Two great symbols of American culture fought it out on Sunday night in the ultimate contest of strength, agility and mental acuity when one of the Kardashians announced that another one of the Kardashians was pregnant and won the Superbowl. Well played Kris Jenner, displaying a greater grasp of media manipulation than anyone from the Trump administration can even fathom.

Theresa May faces yet another looming spectre of malcontent amongst her government as our comedic Foreign Secretary BoJo and cohorts Gove and Rees-Mogg are lauded as a “dream team” by Brexiteers hell bent on leaving the customs union. Global stock markets are falling in what many are calling an obvious and natural correction whilst crypto currency values are also suffering from what appears to be a pre-Valentines sell off. No one can say that the last 10 days have been boring!


This week The Bank of England is expected to leave the interest rate unchanged at 0.50% after hiking it to its current level in November. However, they will likely move the market. In addition to the decision and the meeting minutes, the BOE will also publish the Quarterly Inflation Report, which contains a wider assessment of the economy and the path of inflation. This “Super Thursday” can be upgraded to “mega” with the publication of the Inflation Letter. Governor Mark Carney is obliged to send an open letter to the Chancellor of the Exchequer, Phillip Hammond, and explain why inflation breached the 1-3% range. This happened for a limited time and inflation is expected to fall. None the less, any deviation from a unanimous vote to leave rates unchanged will stir the pound. Afterwards, the assessment of the economy and more importantly, inflation, will have its say. Watch this space but don’t count your GBP chickens as Brexit negotiations maybe causing UK PM Theresa May more trauma and the US jobs report has not been fully priced in to value yet.

GBP appears to be nose diving again, certainly it has lost USD 4.20 since the beginning of the month  and looks to be on a clear trajectory. Clients selling USD requirements might wish to take advantage of the recent moves by securing funds with a series of spot and forward contracts. By all means, please get in touch with one of trading team to make these arrangements.

You can see the movement on GBP/USD from last week to this morning on the graph below:

GBP/USD 1 Week

GBP/USD 1 Week


Interesting points to watch for include tomorrow when Germany releases industrial production figures which reported a rise in November, by a surprisingly strong 3.4%. Probably the same again here but with a downwards correction forecast of 0.4%. France will release their trade balance tomorrow. The continent’s second-largest economy has chronic trade deficits. The deficit widened to EUR 5.7 bn in November. A narrower deficit of EUR 4.8 bn is on the cards now. Germany to the rescue again as contrary to France, Germany has a very wide trade surplus, buoying EUR. After enjoying a surplus of 22.3 billion in November, a drop to 20.4 billion is on the cards now.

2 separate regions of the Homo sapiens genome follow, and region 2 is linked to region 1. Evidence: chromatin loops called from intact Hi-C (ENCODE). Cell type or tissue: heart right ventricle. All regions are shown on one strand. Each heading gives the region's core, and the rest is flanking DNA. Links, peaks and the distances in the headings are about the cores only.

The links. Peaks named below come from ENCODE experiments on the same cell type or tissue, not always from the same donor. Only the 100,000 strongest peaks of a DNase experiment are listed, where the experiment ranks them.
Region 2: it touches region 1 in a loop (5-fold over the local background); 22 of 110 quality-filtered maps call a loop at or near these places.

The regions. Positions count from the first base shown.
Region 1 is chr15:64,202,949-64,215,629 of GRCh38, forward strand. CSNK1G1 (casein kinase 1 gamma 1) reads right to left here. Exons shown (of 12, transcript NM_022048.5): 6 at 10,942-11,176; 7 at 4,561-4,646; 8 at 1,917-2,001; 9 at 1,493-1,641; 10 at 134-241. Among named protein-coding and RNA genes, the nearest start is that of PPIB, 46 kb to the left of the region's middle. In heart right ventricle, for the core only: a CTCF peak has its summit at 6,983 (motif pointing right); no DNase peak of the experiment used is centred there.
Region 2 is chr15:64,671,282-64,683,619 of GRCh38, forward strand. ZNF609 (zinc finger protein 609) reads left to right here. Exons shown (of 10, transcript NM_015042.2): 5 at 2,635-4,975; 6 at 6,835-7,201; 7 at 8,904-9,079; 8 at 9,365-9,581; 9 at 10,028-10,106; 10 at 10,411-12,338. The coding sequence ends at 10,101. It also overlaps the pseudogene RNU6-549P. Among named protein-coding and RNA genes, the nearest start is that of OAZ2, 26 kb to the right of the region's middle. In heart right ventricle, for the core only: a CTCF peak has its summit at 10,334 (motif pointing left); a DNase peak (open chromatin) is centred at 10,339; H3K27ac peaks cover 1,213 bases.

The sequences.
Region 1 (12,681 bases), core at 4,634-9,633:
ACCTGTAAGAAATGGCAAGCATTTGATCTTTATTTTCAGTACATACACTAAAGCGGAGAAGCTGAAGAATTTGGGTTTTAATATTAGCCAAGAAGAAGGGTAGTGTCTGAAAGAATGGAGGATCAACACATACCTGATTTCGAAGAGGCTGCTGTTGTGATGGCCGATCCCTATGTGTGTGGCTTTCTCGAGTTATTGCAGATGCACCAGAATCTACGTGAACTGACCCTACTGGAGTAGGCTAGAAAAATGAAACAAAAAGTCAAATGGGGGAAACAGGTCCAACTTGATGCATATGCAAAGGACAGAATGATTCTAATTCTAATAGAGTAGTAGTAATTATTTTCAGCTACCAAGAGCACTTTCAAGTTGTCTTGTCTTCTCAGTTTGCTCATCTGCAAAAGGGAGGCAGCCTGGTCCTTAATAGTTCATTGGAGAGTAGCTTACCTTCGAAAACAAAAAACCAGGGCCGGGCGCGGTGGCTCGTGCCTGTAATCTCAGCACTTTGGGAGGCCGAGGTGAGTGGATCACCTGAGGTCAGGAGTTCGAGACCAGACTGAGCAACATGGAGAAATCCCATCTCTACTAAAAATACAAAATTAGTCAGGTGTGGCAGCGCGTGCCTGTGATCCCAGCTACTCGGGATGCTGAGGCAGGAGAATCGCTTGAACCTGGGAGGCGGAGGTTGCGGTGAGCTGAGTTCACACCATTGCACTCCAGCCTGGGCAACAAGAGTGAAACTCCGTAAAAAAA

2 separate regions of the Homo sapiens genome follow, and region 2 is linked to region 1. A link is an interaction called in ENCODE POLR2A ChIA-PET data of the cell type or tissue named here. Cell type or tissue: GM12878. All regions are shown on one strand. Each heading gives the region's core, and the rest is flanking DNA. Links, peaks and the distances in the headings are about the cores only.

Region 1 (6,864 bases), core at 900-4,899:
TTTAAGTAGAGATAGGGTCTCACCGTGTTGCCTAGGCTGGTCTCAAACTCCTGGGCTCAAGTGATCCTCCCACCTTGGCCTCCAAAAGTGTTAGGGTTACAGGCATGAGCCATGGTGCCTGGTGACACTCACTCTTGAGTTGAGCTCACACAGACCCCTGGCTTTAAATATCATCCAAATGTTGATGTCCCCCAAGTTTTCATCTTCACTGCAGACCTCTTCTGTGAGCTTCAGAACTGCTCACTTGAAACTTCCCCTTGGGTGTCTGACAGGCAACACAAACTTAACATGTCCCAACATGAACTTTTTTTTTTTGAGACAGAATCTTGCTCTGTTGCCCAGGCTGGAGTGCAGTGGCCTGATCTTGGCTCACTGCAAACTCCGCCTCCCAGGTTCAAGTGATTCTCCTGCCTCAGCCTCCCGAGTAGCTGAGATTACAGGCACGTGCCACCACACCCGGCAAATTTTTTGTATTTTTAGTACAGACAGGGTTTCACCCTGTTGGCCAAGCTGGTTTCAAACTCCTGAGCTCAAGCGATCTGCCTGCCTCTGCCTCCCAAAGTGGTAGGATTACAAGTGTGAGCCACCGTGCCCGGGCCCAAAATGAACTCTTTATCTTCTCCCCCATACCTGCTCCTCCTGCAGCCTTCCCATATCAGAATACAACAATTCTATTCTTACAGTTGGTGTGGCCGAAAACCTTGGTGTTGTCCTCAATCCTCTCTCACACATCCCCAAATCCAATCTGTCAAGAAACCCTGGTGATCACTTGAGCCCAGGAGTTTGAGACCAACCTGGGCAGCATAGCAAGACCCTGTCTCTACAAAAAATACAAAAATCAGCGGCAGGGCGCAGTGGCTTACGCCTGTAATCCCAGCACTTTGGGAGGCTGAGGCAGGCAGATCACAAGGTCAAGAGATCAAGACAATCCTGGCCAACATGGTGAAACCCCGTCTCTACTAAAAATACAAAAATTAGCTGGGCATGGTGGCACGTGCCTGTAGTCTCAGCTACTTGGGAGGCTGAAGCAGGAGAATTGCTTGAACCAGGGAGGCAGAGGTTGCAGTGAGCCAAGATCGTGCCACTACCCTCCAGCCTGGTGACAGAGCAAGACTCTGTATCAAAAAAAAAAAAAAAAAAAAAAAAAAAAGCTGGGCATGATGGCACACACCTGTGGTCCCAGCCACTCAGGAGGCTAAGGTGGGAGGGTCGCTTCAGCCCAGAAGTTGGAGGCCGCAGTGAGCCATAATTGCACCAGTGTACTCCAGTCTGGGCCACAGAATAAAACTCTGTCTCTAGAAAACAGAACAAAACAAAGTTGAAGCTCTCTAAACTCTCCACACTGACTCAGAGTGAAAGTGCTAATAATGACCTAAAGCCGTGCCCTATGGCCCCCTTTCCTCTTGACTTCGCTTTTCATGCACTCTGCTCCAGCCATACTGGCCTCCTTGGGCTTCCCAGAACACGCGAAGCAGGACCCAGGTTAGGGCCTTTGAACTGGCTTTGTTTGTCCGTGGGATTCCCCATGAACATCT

On Friday the UK announces its trade balance and Britain has a trade deficit that has widened since the EU Referendum. A deficit of GBP 12.2 bn was recorded in November although, a reduction to GBP 11.5 bn is predicted now. Clients selling GBP may want to hedge further downside risks by securing funds on spot or forward contracts before Thursday morning.

You can see the movements on GBP/EUR on the graph below:

GBP/EUR 1 Week

GBP/EUR 1 Week


EUR/USD managed to edge a bit higher but it certainly wasn’t easy last week where we saw USD attempt to recover. This week features a testimony from ECB President Draghi and a mix of many economic indicators. Headlines included core inflation finally ticking up back to 1% y/y but that was expected. In the US, the jobs report came out above expectations, 200K jobs gained and wages rising 2.9% y/y. It came on top of a slightly more hawkish Fed decision and helped the USD in its recovery attempts, which were certainly met with resistance by EUR, although it seems to continue to lose ground.

Please do not hesitate to get in touch with us to discuss any of the strategies we can provide you with to help mitigate downside risk on all of your currency exposure.

You can see the movements on EUR/USD on the graph below:

EUR/USD 1 Week

EUR/USD 1 Week

Not trading your currency is still a risk. The markets will move, volatility and relative values will vary but whatever your foreign currency exchange and international payment needs, you can rely on the team here at Aston Currency Management. Please do not hesitate to get in touch with us, we look forward to hearing from you. Now, if you will excuse me, I am going to try and catch up on the Six Nations in the hope that no reality TV people will give the game away. Have a great week.

Written by Damien Lipman

written by

Damien Lipman

Damien Lipman is Head of Business Development and Strategic Partnerships at Aston Currency Management.